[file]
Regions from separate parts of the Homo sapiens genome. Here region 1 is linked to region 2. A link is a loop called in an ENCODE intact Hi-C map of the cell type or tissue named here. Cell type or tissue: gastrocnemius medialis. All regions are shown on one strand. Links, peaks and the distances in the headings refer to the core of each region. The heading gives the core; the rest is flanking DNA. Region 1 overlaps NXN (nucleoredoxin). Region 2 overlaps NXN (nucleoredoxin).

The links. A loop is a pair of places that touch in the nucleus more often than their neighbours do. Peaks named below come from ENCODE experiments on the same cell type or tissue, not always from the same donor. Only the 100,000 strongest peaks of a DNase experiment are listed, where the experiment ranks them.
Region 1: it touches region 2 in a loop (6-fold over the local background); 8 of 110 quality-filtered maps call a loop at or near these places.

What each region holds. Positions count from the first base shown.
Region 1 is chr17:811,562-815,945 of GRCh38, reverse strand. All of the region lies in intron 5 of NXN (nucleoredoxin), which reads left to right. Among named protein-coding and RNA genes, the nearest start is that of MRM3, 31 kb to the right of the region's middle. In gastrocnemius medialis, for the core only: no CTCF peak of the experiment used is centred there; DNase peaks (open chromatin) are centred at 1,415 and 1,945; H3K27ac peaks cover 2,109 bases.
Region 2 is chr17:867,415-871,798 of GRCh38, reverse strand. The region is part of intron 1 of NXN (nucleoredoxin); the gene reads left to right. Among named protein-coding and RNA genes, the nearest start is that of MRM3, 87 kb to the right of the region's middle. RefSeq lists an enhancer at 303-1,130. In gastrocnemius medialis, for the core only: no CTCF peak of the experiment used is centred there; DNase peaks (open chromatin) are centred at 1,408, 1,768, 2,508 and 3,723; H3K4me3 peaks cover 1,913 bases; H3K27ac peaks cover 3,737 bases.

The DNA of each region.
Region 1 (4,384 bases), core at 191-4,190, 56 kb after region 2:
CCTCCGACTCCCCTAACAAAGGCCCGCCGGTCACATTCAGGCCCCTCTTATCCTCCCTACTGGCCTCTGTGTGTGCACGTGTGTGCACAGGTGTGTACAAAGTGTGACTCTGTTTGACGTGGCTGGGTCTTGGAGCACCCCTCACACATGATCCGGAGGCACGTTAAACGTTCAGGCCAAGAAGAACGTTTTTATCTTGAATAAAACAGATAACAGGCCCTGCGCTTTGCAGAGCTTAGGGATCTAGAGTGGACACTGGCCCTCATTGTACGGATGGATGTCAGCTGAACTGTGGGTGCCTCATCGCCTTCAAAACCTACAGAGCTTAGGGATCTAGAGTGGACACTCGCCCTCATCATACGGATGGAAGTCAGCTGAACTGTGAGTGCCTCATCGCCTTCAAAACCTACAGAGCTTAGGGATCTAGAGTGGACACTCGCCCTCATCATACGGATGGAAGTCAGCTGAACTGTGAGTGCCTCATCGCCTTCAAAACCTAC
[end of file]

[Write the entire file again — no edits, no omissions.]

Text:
Regions from separate parts of the Homo sapiens genome. Here region 1 is linked to region 2. A link is a loop called in an ENCODE intact Hi-C map of the cell type or tissue named here. Cell type or tissue: gastrocnemius medialis. All regions are shown on one strand. Links, peaks and the distances in the headings refer to the core of each region. The heading gives the core; the rest is flanking DNA. Region 1 overlaps NXN (nucleoredoxin). Region 2 overlaps NXN (nucleoredoxin).

The links. A loop is a pair of places that touch in the nucleus more often than their neighbours do. Peaks named below come from ENCODE experiments on the same cell type or tissue, not always from the same donor. Only the 100,000 strongest peaks of a DNase experiment are listed, where the experiment ranks them.
Region 1: it touches region 2 in a loop (6-fold over the local background); 8 of 110 quality-filtered maps call a loop at or near these places.

What each region holds. Positions count from the first base shown.
Region 1 is chr17:811,562-815,945 of GRCh38, reverse strand. All of the region lies in intron 5 of NXN (nucleoredoxin), which reads left to right. Among named protein-coding and RNA genes, the nearest start is that of MRM3, 31 kb to the right of the region's middle. In gastrocnemius medialis, for the core only: no CTCF peak of the experiment used is centred there; DNase peaks (open chromatin) are centred at 1,415 and 1,945; H3K27ac peaks cover 2,109 bases.
Region 2 is chr17:867,415-871,798 of GRCh38, reverse strand. The region is part of intron 1 of NXN (nucleoredoxin); the gene reads left to right. Among named protein-coding and RNA genes, the nearest start is that of MRM3, 87 kb to the right of the region's middle. RefSeq lists an enhancer at 303-1,130. In gastrocnemius medialis, for the core only: no CTCF peak of the experiment used is centred there; DNase peaks (open chromatin) are centred at 1,408, 1,768, 2,508 and 3,723; H3K4me3 peaks cover 1,913 bases; H3K27ac peaks cover 3,737 bases.

The DNA of each region.
Region 1 (4,384 bases), core at 191-4,190, 56 kb after region 2:
CCTCCGACTCCCCTAACAAAGGCCCGCCGGTCACATTCAGGCCCCTCTTATCCTCCCTACTGGCCTCTGTGTGTGCACGTGTGTGCACAGGTGTGTACAAAGTGTGACTCTGTTTGACGTGGCTGGGTCTTGGAGCACCCCTCACACATGATCCGGAGGCACGTTAAACGTTCAGGCCAAGAAGAACGTTTTTATCTTGAATAAAACAGATAACAGGCCCTGCGCTTTGCAGAGCTTAGGGATCTAGAGTGGACACTGGCCCTCATTGTACGGATGGATGTCAGCTGAACTGTGGGTGCCTCATCGCCTTCAAAACCTACAGAGCTTAGGGATCTAGAGTGGACACTCGCCCTCATCATACGGATGGAAGTCAGCTGAACTGTGAGTGCCTCATCGCCTTCAAAACCTACAGAGCTTAGGGATCTAGAGTGGACACTCGCCCTCATCATACGGATGGAAGTCAGCTGAACTGTGAGTGCCTCATCGCCTTCAAAACCTAC